Milton argues that a Monarchy wants the people to be prosperous only so it can better fleece them (1660)
In the year that the English Commonwealth was replaced by the restored monarchy of the Stuarts (1660), the poet and revolutionary politician John Milton (1608-1674) contrasts a Commonwealth, which wants its people to flourish for their own sakes, with a Monarchy, which wants them to be prosperous so it can fleece them:
[F]or of all governments a Commonwealth aims most to make the people flourishing, vertuous, noble and high spirited. Monarchs will never permitt: whose aim is to make the people, wealthy indeed perhaps and wel-fleec’t for thir own shearing , and [for] the supply of regal prodigalitie; but otherwise softest, basest, vitiousest, servilest, easiest to be kept under; and not only in fleece, but in minde also sheepishest.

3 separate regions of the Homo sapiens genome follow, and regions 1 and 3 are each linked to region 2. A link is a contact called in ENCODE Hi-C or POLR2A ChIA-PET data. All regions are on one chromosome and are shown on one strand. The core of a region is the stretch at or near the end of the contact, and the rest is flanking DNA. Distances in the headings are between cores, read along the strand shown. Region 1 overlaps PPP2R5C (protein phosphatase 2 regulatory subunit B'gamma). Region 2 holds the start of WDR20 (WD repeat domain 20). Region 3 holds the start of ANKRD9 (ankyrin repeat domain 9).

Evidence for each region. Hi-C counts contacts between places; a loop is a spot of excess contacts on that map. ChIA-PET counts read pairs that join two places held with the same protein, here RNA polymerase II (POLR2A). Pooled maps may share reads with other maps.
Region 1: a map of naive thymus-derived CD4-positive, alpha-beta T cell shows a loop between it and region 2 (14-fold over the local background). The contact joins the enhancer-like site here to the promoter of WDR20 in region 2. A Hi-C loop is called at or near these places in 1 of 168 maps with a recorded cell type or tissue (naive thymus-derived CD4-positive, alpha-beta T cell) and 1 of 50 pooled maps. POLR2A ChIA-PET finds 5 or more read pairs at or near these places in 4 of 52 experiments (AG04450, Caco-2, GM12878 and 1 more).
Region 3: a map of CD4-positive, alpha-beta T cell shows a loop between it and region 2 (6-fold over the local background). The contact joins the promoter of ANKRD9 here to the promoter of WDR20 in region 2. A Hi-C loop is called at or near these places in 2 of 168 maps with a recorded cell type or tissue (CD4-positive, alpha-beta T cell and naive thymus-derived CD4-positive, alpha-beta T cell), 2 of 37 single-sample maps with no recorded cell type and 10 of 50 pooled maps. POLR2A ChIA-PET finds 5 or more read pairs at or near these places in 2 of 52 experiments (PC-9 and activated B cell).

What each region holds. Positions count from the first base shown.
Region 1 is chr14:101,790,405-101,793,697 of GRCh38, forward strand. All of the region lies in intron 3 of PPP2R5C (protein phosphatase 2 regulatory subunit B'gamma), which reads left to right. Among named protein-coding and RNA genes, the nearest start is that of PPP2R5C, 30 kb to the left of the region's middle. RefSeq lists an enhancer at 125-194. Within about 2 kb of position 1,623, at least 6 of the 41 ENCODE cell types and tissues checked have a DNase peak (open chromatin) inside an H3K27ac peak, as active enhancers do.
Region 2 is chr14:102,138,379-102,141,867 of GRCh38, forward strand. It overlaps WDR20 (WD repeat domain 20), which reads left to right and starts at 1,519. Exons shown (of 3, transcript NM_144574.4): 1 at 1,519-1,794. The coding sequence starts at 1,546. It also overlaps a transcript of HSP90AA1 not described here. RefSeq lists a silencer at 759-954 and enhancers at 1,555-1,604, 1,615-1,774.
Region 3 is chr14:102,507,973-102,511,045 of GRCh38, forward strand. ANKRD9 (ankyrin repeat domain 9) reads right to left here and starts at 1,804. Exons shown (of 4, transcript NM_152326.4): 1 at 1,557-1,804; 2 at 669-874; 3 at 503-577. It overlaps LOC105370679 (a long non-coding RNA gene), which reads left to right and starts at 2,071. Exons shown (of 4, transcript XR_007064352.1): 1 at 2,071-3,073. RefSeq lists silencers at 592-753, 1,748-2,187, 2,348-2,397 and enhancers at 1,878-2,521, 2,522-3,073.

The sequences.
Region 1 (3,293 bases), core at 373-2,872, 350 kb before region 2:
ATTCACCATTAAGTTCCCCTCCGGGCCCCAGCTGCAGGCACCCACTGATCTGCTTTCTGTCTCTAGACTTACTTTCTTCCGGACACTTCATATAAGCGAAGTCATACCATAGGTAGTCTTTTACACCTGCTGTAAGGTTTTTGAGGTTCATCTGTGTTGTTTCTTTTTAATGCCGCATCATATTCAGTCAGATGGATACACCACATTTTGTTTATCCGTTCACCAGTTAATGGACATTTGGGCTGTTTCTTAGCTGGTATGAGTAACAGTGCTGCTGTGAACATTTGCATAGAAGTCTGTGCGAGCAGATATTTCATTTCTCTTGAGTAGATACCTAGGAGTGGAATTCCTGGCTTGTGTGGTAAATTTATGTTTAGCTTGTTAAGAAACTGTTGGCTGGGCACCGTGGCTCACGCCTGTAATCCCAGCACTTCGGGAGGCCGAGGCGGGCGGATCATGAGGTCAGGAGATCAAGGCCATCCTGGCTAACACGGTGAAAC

John Milton wrote this defence of a free Commonwealth just as the English Commonwealth was being replaced by the return of the Stuart monarchy in 1660 after nearly two decades of political upheaval known as the English Revolution. Milton makes the point that a Commonwealth is based upon the merit principle in which anybody with talent can rise to the top of their profession, and that the lack of centralised political power means that local communities can exercise control over things like the law and education. What is striking in this piece is the language he uses to liken the powers of the monarch to those of a rapacious shepherd, whose only interest in the well-being of his people is so he can fleece them all the better. The analogy probably comes from Plato’s Republic. Milton takes it one step further by saying that there is also a psychological aspect to this submissive behavior by the people in a monarchy, namely that the king wants a political system where it was “easiest [for the people] to be kept under; and not only in fleece, but in minde also sheepishest.” Milton feared that in a monarchy the people would be shorn not only of their fleece but also of their independent thinking.